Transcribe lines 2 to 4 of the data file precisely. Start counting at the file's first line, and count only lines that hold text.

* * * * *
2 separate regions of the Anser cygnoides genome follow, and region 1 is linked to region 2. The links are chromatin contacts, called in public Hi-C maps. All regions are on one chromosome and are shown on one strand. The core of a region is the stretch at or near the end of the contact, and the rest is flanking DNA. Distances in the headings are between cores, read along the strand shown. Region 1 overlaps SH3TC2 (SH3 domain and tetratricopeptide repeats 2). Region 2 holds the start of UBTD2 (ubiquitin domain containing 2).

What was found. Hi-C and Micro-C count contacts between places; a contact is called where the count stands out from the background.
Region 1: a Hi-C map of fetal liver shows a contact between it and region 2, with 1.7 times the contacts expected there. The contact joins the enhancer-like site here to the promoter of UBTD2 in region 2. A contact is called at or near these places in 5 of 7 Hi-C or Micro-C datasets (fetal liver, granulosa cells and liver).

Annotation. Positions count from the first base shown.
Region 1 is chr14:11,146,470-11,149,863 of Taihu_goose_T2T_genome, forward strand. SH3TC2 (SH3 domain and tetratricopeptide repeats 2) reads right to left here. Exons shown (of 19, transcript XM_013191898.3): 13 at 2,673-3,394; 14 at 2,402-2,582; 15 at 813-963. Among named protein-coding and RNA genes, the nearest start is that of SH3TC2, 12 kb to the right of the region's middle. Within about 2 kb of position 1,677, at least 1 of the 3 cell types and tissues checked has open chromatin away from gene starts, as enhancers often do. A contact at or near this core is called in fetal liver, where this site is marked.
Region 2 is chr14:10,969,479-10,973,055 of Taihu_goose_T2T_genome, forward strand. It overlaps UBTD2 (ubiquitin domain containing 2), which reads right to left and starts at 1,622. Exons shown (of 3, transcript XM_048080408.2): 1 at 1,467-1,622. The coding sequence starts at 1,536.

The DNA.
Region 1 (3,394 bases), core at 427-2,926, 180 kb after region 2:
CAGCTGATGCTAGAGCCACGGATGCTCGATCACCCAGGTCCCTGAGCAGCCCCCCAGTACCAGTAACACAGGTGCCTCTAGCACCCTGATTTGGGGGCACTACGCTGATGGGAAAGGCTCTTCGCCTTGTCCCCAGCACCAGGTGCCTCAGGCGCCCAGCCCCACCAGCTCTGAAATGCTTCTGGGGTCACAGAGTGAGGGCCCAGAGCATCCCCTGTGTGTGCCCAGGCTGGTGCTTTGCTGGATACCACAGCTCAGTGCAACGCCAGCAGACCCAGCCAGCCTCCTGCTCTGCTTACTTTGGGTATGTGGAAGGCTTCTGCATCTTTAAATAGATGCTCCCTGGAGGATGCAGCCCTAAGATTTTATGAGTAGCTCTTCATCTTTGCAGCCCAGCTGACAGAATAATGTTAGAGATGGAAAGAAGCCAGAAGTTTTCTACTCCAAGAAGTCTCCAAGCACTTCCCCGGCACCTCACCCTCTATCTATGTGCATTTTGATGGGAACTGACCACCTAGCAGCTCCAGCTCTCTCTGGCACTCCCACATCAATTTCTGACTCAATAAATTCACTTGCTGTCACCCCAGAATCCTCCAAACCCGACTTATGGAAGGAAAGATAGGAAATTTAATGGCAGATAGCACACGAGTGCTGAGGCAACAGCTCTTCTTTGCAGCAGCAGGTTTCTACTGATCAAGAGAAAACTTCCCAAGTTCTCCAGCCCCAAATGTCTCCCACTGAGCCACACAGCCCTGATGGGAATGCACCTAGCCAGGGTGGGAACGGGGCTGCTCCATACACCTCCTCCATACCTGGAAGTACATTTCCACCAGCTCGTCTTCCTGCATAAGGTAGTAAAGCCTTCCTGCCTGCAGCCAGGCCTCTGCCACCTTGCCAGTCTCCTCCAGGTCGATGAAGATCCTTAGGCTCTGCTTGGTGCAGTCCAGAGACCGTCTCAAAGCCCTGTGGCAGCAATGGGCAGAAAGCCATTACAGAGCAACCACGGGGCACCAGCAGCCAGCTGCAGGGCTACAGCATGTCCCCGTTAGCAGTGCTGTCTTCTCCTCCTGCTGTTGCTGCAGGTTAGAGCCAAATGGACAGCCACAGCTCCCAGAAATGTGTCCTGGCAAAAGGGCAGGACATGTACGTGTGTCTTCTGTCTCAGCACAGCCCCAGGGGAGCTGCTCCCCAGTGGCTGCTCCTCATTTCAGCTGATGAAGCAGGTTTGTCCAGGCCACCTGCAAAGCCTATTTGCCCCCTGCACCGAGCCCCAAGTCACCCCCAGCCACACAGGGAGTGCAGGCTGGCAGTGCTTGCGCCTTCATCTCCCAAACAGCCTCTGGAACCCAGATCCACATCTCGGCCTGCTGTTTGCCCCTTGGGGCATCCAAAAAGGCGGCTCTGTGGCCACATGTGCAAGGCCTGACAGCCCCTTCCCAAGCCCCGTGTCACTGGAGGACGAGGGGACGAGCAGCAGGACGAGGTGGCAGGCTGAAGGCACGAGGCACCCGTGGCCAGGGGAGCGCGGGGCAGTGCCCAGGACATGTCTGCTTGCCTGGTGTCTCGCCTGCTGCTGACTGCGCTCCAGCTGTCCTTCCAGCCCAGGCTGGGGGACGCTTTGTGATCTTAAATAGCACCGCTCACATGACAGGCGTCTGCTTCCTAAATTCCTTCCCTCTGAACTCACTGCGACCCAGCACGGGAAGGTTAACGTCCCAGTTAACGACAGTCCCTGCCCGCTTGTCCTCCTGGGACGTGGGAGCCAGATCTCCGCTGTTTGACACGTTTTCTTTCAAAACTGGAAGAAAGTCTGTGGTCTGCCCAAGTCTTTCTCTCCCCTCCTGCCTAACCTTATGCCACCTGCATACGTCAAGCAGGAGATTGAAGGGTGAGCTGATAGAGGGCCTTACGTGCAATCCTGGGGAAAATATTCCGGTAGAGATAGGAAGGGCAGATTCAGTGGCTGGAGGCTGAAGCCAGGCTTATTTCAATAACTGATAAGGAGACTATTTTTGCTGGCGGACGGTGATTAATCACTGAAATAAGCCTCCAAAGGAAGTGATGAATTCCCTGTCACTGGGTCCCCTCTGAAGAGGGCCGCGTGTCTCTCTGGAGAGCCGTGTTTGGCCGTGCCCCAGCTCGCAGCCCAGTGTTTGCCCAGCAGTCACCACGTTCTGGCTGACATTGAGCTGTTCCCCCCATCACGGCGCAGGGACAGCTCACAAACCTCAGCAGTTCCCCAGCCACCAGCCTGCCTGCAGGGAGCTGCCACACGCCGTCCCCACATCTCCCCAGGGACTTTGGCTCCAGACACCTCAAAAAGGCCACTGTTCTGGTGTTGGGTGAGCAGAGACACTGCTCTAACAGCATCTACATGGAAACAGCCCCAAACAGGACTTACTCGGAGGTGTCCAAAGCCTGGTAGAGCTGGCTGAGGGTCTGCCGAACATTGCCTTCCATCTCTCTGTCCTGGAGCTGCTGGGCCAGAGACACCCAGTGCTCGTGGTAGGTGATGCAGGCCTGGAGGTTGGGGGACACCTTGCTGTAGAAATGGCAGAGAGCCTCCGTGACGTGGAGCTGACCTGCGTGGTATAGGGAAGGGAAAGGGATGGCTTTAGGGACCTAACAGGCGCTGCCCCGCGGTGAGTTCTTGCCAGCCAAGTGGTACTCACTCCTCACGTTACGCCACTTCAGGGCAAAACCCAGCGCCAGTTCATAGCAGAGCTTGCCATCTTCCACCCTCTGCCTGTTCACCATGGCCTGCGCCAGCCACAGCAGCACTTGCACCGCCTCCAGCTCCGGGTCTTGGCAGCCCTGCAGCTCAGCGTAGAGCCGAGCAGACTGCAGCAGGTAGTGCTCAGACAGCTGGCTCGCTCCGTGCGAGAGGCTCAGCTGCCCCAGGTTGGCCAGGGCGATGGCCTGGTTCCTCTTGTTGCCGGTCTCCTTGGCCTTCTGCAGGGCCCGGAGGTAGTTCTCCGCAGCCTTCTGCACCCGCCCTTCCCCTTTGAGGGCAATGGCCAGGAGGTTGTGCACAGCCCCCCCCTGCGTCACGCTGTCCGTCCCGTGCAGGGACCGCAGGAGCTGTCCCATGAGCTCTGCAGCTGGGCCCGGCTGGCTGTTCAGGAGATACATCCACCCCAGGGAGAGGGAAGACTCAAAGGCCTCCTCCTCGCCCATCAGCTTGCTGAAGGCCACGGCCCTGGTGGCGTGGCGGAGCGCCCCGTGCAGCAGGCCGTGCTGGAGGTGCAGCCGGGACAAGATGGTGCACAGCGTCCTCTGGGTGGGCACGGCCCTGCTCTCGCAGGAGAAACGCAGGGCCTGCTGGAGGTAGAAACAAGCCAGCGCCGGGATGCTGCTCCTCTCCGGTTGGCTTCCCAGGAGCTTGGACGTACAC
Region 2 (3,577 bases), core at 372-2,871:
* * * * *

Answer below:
What was found. Hi-C and Micro-C count contacts between places; a contact is called where the count stands out from the background.
Region 1: a Hi-C map of fetal liver shows a contact between it and region 2, with 1.7 times the contacts expected there. The contact joins the enhancer-like site here to the promoter of UBTD2 in region 2. A contact is called at or near these places in 5 of 7 Hi-C or Micro-C datasets (fetal liver, granulosa cells and liver).

Annotation. Positions count from the first base shown.